Twenty-four persons were recorded by doctors at the Port-of-Spain General Hospital (PoSGH) as having died during the insurgency.
In a table provided to the commission by surgeon Dr Denaesh Ariyanayagam, who was the senior registrar of Surgery at the PoSGH in 1990, 15 persons died of gunshot related injuries at the hospital; two police officers, one Jamaat al Muslimeen insurgent and four others died in the capital city and at the Red House; another insurgent died at Trinidad and Tobago Television studios at Maraval Road, and the sentry at the Police Headquarters when it was bombed on July 27, 1990.
Ariyanayagam and two other doctors compiled a report on the hospital’s response which was presented to the Caribbean Medical Research Council and another international medical agency.
His report, which also included data on the number of casualties seen during the insurgency, was provided to the commission.
The inquiry is being held at the Caribbean Court of Justice, Henry Street, Port-of-Spain.
During the period July 17 to August 1, 1990, some 560 patients were seen at the Accident and Emergency Department of the PoSGH; of that number 302 were admitted and 250 were discharged. Eight persons died at the department.
His figures also provided data on the types of persons injured with 133 persons being looters; 28 bystanders; 12 police and army personnel; two Muslimeen insurgents; 17 civilians and 39 unknown persons.
Ariyanayagam said they were able to identify looters by the nature of injuries they sustained which included lacerations, chops and some gunshot wounds.
There were 107 persons who were treated for gunshot wounds; 12 for Motor Vehicular Accidents; eight for cuts from glass; 16 chop and stab wounds and 27 as a result of falls and fights. The latter three were attributed to looters.
He described the wards at the hospital on the morning following the insurgency as ‘walking through a MASH hospital’ — a reference to the popular US television series based on the work of three army doctors.
“There were casualties all over. They came in waves,” he said. The most serious of the injuries were caused by high velocity gunshots where the person’s internal organs were severely damaged by high-powered weaponry, he said. It was the first time they had encountered such injuries only having been accustomed to simple gunshot wounds.
He admitted that following the attempted coup, those types of injuries were more frequent.
For the first 48 hours, Ariyanayagam admitted there was chaos at the hospital since medical staff were not provided with curfew passes. While there was a disaster plan at the hospital, it was not shared with staff.
A lack of communication between the security forces and the medical staff at the hospital also proved to be a bugbear for the doctors. This was the weakest point for the doctors and Ariyanayagm said if there was a plan, it fell short.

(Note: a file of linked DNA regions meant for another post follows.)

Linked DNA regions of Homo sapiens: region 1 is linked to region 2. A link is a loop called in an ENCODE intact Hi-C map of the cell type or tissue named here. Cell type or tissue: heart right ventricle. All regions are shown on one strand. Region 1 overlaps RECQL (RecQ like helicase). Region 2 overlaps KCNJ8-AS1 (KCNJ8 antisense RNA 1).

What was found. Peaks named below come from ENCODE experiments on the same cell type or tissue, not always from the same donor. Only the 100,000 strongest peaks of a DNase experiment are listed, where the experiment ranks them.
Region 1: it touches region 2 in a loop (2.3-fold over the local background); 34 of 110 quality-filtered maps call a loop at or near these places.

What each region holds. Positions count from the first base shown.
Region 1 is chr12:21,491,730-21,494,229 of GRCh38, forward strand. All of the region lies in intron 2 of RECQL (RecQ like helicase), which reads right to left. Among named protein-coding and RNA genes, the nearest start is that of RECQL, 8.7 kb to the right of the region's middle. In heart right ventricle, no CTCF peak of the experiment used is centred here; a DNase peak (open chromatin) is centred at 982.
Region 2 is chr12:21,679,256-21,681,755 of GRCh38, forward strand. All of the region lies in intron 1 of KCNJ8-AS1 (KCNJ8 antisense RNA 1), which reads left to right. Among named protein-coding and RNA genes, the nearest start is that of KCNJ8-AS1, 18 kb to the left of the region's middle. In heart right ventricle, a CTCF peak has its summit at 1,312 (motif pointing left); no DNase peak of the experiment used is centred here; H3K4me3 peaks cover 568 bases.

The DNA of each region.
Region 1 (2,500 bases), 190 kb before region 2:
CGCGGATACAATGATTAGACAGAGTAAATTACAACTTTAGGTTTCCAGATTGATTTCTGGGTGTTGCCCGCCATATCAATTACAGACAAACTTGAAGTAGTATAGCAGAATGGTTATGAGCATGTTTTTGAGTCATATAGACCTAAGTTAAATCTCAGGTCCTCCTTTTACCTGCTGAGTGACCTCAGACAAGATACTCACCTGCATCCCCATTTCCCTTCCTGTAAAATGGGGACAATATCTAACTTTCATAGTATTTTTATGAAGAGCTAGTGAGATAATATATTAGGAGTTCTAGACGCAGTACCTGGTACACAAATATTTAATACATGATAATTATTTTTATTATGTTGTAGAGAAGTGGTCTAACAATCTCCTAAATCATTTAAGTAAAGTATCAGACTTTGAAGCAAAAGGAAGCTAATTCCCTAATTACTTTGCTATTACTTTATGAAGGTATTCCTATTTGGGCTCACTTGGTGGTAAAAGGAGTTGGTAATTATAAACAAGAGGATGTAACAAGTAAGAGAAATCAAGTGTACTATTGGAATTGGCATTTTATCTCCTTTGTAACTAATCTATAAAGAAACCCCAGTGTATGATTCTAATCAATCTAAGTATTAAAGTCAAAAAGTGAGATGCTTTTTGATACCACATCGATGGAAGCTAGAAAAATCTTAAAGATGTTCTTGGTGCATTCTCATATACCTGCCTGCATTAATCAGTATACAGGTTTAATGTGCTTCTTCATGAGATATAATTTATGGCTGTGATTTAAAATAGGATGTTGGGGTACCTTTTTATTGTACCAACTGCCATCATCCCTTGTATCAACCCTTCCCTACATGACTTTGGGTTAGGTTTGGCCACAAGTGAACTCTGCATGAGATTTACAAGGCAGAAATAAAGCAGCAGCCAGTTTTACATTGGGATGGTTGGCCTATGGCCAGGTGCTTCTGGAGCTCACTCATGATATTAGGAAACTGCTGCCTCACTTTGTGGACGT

“But as time went on things began to settle down.We just had to deal with situations as they came up. We did not have a plan,” he said, adding, “We weren’t sure what was happening. What we were seeing were not the usual civilian casualties. We tried to mobilise and function as best we could.”
Ariyanayagam rated the work done by the staff at the hospital as excellent.
As they were admitted to the hospital, patients were triaged and of the four operating theatres, three were put to use on a continuous basis. Multiple crash stations were set up in anticipation of casualties and resources were focused on treating with emergencies.
Ariyanayagam admitted that the hospital was well supplied during the insurgency and one of the main ‘ethical’ dilemmas doctors faced was separating politicians and insurgents if it came to that. He said areas were identified to separate and isolate the two if it became necessary.
“Fortunately that did not arise,” he said. Ariyanayagam said it would take a ‘very brave’ person in the medical field to pronounce on a protocol to treat with politicians or important persons before anyone else since as doctors they are sworn not to differentiate patients.
“We triage patients,” he said. On five occasions doctors were placed on red alert, when news reached that the Parliament was on fire, but each time they called it off when nothing occurred. Of the patients they admitted on the wards, the doctor said they could not ascertain who was a Muslimeen or not.
Staff were transported by PTSC buses, WASA vehicles and some ambulances, which were also used by the army to transport soldiers. Ariyanayagam said there was little security at the hospital, which was shot at, and an ambulance carrying medical personnel was also riddled with bullets.
He believes senior staff at the hospitals must be involved in any disaster plan so as to be able to properly direct junior staff in the event of an emergency. Also testifying yesterday was former clerk of the House of Representatives Raphael Cumberbatch, who returned to correct statements he made in testimony before the commission in January.
Cumberbatch clarified that former house speaker Nizam Mohammed did not seek to attain landing rights for a Libyan aircraft during the July 27 attempted coup in Trinidad, but was told by an official that Mohammed attempted to get permission for a Libyan aircraft to land in Barbados.
He also said shortly after August 10, 1990, he made the arrangements for Mohammed to travel to Saudi Arabia on the invitation of one of the princes.
Cumberbatch said his previous testimony were made in error and was not attempt to mislead the commission, nor was it an attempt to embarrass Mohammed.
The inquiry resumes today.